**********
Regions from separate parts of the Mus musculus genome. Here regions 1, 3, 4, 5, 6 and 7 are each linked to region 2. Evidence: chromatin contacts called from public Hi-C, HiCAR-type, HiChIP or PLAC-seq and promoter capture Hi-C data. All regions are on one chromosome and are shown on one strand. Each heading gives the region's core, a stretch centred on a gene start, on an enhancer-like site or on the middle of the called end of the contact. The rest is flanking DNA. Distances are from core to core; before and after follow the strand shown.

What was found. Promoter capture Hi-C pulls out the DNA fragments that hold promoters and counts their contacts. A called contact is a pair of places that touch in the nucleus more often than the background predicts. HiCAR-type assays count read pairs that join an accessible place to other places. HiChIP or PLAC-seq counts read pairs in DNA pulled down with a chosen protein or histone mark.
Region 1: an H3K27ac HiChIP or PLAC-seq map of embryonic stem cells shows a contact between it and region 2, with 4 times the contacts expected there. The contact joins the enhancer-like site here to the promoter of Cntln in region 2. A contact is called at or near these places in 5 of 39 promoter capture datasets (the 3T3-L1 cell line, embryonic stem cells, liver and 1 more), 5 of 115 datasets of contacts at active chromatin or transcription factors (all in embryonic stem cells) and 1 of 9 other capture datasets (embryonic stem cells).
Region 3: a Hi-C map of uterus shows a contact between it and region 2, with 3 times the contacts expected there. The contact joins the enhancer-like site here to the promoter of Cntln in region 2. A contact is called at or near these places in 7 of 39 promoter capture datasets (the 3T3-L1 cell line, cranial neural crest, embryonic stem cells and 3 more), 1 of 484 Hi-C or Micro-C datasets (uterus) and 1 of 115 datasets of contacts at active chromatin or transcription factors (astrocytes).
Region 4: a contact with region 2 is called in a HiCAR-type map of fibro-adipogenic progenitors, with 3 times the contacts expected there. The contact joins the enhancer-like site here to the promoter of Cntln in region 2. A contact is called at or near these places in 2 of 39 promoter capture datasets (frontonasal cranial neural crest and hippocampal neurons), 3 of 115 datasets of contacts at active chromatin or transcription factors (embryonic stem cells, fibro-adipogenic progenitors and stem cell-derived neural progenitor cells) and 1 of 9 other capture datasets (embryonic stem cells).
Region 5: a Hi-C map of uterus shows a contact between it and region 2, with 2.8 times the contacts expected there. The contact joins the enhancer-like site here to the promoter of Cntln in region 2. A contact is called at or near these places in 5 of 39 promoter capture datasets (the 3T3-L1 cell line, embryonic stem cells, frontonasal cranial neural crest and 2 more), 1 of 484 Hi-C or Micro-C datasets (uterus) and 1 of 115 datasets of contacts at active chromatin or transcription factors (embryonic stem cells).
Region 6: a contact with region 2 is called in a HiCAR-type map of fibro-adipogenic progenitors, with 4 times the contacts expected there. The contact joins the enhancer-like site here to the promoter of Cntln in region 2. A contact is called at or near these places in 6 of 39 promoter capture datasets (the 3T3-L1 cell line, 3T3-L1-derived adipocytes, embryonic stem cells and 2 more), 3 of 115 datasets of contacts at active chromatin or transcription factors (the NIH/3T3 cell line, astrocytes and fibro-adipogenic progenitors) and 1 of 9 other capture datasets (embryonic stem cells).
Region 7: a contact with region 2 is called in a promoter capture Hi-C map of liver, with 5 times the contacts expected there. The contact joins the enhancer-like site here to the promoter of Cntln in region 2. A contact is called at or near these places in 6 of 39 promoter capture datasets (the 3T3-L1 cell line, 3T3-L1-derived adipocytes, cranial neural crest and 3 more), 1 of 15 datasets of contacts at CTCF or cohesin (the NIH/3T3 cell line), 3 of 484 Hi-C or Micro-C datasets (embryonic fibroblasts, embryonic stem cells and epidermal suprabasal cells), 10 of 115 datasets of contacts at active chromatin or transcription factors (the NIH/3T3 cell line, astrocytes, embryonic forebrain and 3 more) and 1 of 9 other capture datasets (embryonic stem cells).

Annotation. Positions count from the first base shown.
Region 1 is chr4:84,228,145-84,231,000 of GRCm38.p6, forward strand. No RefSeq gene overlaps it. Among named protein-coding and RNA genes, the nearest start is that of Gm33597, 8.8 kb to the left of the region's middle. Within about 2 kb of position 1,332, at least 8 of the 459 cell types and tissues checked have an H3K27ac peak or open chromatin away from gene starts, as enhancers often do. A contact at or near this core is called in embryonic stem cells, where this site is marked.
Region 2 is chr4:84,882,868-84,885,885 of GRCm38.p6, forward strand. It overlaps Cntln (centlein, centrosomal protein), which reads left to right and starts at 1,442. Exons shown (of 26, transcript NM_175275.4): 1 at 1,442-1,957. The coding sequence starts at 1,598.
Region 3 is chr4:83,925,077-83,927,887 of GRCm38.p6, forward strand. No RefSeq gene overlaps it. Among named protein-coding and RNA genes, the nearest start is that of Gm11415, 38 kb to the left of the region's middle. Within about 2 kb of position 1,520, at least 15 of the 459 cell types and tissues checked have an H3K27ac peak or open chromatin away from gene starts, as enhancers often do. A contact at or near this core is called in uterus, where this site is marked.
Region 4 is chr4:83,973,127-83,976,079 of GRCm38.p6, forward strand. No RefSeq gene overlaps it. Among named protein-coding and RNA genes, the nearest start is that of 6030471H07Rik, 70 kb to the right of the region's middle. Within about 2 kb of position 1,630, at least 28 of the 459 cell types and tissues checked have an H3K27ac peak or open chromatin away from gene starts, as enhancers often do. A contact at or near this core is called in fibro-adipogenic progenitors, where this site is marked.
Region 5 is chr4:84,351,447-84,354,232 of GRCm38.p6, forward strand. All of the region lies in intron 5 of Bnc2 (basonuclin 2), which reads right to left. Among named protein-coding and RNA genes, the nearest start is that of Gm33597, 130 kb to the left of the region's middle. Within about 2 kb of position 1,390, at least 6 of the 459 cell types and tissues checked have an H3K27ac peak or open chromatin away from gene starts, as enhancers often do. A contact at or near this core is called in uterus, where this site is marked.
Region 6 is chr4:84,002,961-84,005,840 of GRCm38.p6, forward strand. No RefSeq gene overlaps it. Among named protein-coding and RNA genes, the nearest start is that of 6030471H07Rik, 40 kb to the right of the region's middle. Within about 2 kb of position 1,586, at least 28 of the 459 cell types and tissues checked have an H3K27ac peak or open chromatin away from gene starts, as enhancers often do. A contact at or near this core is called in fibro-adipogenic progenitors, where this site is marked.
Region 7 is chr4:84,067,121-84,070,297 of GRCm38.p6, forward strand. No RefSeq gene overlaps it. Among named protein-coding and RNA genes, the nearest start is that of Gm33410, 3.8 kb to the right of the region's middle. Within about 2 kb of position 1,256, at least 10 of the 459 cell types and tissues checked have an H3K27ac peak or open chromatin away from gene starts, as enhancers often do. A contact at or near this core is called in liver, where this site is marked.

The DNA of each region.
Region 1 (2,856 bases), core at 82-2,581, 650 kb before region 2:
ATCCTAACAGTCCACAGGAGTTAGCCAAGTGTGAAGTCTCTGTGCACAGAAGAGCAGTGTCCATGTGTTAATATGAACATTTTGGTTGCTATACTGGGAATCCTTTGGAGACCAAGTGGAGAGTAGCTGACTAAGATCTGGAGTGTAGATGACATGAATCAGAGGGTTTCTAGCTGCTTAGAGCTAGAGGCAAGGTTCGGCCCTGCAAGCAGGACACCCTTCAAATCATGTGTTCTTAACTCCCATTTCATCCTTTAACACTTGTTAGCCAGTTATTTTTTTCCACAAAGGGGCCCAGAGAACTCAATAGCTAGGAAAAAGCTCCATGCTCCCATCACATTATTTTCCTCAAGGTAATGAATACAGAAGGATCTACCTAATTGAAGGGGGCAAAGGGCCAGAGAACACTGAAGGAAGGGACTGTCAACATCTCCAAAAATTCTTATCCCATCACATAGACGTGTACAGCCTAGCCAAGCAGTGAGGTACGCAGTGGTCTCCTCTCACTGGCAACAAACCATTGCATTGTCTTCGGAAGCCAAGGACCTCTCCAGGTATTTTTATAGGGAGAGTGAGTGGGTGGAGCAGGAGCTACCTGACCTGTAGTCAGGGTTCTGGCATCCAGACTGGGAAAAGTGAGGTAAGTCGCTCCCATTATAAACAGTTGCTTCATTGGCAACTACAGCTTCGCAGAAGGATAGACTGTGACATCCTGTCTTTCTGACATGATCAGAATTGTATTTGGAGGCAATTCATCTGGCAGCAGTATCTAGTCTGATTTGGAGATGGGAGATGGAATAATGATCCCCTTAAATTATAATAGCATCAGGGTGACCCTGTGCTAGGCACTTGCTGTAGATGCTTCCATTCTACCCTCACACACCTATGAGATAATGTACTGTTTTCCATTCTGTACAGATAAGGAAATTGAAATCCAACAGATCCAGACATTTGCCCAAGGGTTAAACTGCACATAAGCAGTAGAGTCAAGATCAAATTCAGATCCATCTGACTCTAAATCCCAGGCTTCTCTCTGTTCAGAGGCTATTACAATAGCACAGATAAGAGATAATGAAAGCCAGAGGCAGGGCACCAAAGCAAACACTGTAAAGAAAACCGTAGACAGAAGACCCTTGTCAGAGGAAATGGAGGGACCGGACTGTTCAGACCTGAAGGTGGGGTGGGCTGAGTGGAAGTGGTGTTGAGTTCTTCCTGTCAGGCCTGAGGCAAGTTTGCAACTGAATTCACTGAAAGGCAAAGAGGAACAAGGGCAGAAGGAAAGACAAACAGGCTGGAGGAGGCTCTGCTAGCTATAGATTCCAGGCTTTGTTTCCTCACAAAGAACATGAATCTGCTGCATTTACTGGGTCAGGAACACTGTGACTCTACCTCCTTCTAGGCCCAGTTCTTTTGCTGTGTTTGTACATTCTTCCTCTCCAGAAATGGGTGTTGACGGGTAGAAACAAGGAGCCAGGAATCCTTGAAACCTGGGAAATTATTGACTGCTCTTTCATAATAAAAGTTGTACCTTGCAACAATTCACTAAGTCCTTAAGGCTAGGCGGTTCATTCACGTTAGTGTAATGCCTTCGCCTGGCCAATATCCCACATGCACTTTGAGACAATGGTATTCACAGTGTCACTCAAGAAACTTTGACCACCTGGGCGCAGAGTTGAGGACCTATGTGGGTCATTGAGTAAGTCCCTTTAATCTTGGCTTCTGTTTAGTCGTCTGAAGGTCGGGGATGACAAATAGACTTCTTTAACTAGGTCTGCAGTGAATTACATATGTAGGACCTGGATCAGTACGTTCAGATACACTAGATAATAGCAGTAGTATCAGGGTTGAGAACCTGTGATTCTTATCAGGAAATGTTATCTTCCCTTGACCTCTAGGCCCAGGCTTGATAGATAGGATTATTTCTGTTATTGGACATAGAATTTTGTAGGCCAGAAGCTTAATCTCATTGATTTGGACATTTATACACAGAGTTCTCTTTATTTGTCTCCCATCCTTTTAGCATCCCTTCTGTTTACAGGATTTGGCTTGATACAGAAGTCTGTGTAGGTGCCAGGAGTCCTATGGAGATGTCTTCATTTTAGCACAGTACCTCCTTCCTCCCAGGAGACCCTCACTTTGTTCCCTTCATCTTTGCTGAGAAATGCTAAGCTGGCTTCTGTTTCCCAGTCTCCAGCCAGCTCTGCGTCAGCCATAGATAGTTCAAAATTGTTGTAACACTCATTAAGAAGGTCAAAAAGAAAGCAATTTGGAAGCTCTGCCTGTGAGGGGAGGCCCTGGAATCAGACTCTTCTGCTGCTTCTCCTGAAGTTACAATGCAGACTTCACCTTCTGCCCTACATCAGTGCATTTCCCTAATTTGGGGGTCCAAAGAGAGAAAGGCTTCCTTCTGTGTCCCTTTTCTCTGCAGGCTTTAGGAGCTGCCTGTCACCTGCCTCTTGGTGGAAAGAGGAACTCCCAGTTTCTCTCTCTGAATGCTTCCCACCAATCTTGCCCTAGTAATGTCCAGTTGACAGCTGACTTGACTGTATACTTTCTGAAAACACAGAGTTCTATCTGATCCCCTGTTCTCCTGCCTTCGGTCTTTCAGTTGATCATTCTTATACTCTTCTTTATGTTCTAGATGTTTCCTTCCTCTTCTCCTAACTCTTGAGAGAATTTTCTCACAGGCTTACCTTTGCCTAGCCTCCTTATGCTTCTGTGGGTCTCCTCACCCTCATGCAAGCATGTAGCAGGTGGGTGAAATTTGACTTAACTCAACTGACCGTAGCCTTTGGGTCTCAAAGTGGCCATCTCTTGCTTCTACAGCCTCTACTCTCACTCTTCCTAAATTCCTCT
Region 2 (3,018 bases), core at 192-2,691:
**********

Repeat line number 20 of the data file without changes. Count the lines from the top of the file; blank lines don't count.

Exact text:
Region 2 (3,018 bases), core at 192-2,691: